Saturday, September 25, 2010

A September 1790s Picnic

Come with us as we  wander the estate.
September cries out for picnics. This morning the air was washed clean for the first time in almost six weeks, the sky was the deep blue of early fall, and around us the foliage, so tired and dead just yesterday, had shaken itself off and perked up a bit. Not but that we could see real fall coming: most of the black walnut trees are bare except for their decorative green orbs, and underfoot we had to watch for their staining husks and the detritus of other trees who had given up some of their leafiness a little early, in the face of drought.

(As always, click the images to see larger versions.)

In honor of September and 1795, the year Jane Austen's first novel, Pride and Prejudice, was published, our little Jane Austen Sewing Society met at Henry Clay's Ashland Estate to picnic, and stroll under the trees and in the formal garden afterwards.

A formal portrait, with baskets.
There were just four of us today, and we missed everyone else, but what a time, what a time! Imagine sitting down to a table, properly clothed and decked, to Polly's cheese pie, and salad from Caroline's garden, with little glasses of rosewater flummery just waiting for the conclusion of that first course. A second, almond flummery, made in small pats like jewels, says Jenni, and dressed with gold leaf, to go along in case rosewater was not to taste. To finish up, a true antique cheese cake. These three dishes Jenni had worked up from eighteenth and early nineteenth century cookbooks, and she has told you you all about them in her blog, Living with Jane, for they were excellent, soft and smooth with cream, the flavoring just present enough to make you want more. I had forgotten the muscat in the flurry of packing all the baskets, but we had two excellent teas, and fresh-squeezed lemonade, both by Caroline.

Here are some shots of the event. You can see more -- and far better ones -- at Living with Jane. Jenni studied photography in college, and you can tell.

As usual, the morning was somewhat hurried. The tots were good ducks, as they mostly are, but Christopher had an accident as I was ironing my dress, and cleanup took awhile. Potty training takes time for a little boy when he has things to do and people to see.

1790s dress, from Collection Maciet.

So I was behindhand when Caroline and Polly arrived to dress, and still fussing with hair. We dressed with more dispatch than for the JASNA festival in July, being a little more confident and experienced, but despite the new modesty panels that line my dress and take the strain off, the pins to close the dress would keep coming undone, silly things. So, as last time I have gaposis. I will beat those pins yet.

Then too, the new fichu, made of the embroidered skirt from a vintage child's dress that was so scorched and stained that it qualified as a cutter to me -- and as trash to unkind others, had a dear friend not rescued it some years back -- wouldn't sit well without a brooch. I had set it in one of the ways it could be worn during the 1790s, as shown in the Gallery of Fashion fashion plate example on this page.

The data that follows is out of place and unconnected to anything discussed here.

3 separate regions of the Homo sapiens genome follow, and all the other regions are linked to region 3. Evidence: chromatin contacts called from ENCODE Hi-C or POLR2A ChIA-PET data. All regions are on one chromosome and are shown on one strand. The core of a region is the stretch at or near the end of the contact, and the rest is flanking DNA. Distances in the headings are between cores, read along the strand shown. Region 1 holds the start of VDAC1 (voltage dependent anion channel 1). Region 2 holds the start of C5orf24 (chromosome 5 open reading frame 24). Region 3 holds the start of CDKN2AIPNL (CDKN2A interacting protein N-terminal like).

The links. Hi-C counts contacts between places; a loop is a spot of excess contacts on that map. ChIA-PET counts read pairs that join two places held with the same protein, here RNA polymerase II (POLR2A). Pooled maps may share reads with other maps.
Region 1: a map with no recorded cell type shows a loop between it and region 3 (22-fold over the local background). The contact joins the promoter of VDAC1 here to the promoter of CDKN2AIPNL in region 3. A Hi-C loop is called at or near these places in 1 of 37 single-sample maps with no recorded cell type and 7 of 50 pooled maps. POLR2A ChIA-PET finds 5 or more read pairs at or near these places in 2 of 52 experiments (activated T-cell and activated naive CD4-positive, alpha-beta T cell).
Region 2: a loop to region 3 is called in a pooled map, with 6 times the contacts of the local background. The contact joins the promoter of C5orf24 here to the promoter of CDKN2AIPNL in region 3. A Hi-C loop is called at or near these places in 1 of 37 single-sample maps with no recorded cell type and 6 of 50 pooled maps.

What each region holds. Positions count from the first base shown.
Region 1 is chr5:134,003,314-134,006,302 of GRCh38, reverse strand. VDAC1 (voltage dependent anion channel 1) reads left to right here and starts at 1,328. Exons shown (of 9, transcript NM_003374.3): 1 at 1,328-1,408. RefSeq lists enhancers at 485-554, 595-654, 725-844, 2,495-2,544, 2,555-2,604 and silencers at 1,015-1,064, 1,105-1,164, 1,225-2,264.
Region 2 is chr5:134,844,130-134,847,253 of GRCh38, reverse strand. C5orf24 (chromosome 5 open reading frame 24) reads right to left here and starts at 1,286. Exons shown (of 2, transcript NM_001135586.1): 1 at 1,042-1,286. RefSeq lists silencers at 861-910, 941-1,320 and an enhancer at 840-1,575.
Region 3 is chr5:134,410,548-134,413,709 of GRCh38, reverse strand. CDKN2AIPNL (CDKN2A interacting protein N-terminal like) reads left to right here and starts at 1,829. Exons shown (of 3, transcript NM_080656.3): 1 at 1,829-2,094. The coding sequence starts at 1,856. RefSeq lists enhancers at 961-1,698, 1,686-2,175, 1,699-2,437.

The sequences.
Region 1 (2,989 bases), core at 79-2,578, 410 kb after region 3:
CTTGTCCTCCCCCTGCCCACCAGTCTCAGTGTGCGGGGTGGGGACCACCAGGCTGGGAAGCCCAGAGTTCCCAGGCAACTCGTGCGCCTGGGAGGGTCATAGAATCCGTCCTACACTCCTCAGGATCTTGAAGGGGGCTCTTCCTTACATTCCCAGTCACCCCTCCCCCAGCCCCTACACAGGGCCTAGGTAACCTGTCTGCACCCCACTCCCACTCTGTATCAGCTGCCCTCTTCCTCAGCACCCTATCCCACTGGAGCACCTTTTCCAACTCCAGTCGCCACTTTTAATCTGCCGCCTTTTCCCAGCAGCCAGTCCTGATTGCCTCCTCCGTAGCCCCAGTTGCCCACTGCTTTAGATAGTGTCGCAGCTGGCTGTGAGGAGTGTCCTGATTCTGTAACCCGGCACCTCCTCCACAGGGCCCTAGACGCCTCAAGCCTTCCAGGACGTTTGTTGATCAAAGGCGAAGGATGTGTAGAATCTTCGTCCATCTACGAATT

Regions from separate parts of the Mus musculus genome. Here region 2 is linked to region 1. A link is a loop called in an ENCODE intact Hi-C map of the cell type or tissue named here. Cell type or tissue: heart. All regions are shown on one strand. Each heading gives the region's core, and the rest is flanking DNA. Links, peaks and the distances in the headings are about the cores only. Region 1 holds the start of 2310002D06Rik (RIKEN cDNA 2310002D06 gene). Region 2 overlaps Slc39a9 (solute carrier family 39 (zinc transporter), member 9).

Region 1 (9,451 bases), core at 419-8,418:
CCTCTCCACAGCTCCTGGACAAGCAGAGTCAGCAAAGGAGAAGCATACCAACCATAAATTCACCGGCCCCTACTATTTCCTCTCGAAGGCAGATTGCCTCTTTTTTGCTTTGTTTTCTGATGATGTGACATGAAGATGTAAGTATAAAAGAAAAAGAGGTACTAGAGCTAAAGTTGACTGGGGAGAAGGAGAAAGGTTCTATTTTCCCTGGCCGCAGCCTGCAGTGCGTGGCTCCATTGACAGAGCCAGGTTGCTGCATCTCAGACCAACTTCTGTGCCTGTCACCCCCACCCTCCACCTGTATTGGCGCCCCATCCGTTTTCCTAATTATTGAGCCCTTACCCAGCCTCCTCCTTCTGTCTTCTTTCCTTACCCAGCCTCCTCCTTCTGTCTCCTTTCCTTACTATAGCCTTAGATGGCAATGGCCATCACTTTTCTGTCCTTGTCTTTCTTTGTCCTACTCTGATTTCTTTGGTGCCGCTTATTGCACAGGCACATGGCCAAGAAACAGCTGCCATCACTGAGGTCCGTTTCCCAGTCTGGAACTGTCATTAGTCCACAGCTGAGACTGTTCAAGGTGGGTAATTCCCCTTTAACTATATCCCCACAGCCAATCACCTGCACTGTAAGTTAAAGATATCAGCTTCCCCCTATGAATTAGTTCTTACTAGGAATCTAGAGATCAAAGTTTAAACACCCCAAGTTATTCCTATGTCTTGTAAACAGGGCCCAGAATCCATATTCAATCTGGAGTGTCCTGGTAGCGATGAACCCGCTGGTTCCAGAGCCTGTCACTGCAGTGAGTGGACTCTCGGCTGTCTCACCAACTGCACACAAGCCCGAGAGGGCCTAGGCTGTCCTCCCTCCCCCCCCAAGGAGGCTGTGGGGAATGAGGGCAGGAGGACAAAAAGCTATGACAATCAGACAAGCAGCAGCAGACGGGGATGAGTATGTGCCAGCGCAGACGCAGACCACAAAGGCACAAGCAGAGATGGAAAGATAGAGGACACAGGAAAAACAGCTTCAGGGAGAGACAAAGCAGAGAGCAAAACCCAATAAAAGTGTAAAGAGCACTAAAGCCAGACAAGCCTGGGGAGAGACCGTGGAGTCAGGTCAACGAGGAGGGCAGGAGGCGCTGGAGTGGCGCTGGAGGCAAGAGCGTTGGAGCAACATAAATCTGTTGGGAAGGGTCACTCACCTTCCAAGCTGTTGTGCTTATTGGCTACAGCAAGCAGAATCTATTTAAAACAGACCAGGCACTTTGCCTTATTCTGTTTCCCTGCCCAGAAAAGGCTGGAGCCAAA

And I let the front wrap loosely outside the dress, which was allowable then, but it did look like a collar, and I won't be doing that again. Why did I not mirror-check before we left? We were late, of course, in leaving for the estate and I didn't care for the idea of Jenni wandering around looking for friends who weren't there.
Happy with the thought of a pleasant
lunch. Those are Jenni's antique
cheese tarts behind her, and a flummery.

To finish the rush, while I had packed the baskets the evening before, the fruit was still a-fridge, along with the wine, and it remained there...while we left without it.

Lunch itself as was described, was very, very good, and all of us agreed that the bar is very high for tea rooms these days, to match what we have learned to do. Cheeky little statement, but you get women together who enjoy cooking and who have access to local fresh ingredients, and nice things tend to happen. Why then no pictures? Not for modesty, sure...we shared camera duty, and my camera was asleep at the moment, because I was too busy with a fork.

The cups of tea brought Caroline to the subject of poetry and over the last of it, well caffeinated, we listened to some Wordsworth, a piece about going nutting in the fall. As you might expect of an early Romantic poet, the piece was a peaen to Nature, a celebration of the wild harvest, and a reaction against the practical gathering of nuts and what it wreaks. A conflicted poem, to say the least, but good.

At lunch. Image courtesy Jenni of Living with Jane blog.
Off to stroll afterwards, like any smart picnicker who doesn't want to leave for home over-full and sleepy.

Down a garden path slowly.
Through the formal garden, where the bare walnut outside
warns of cool weather to come,
and Christmas. Do you see the mistletoe?

The mandatory rose photo because
the blooms match the dress
Wouldn't you know, by this time the fichu had a life of its own. At least it was covering the gaposis.

Leaving the garden for a wilder walk... the woods, watching for walnut hulls and other dangers.

The last of the stroll, back among the shadows.
Image courtesy Jenni of Living with Jane blog.
And so to home and naptime for the tots, although I was too full of tea and happiness to sleep, so here I am.


Lara said...

Beautiful! I enjoyed this.

Kleidung um 1800 said...

I do love this stream of photos. Looking at them is almost like an armchair travel back in time...and it's also wonderful to see all the green trees and rays of sunshine in the dark November days.

ZipZip said...

Thank you! Some of the pictures are very special to the group of us, too. It was a pleasant afternoon: the light was so mellow.

Very best,

Natalie in KY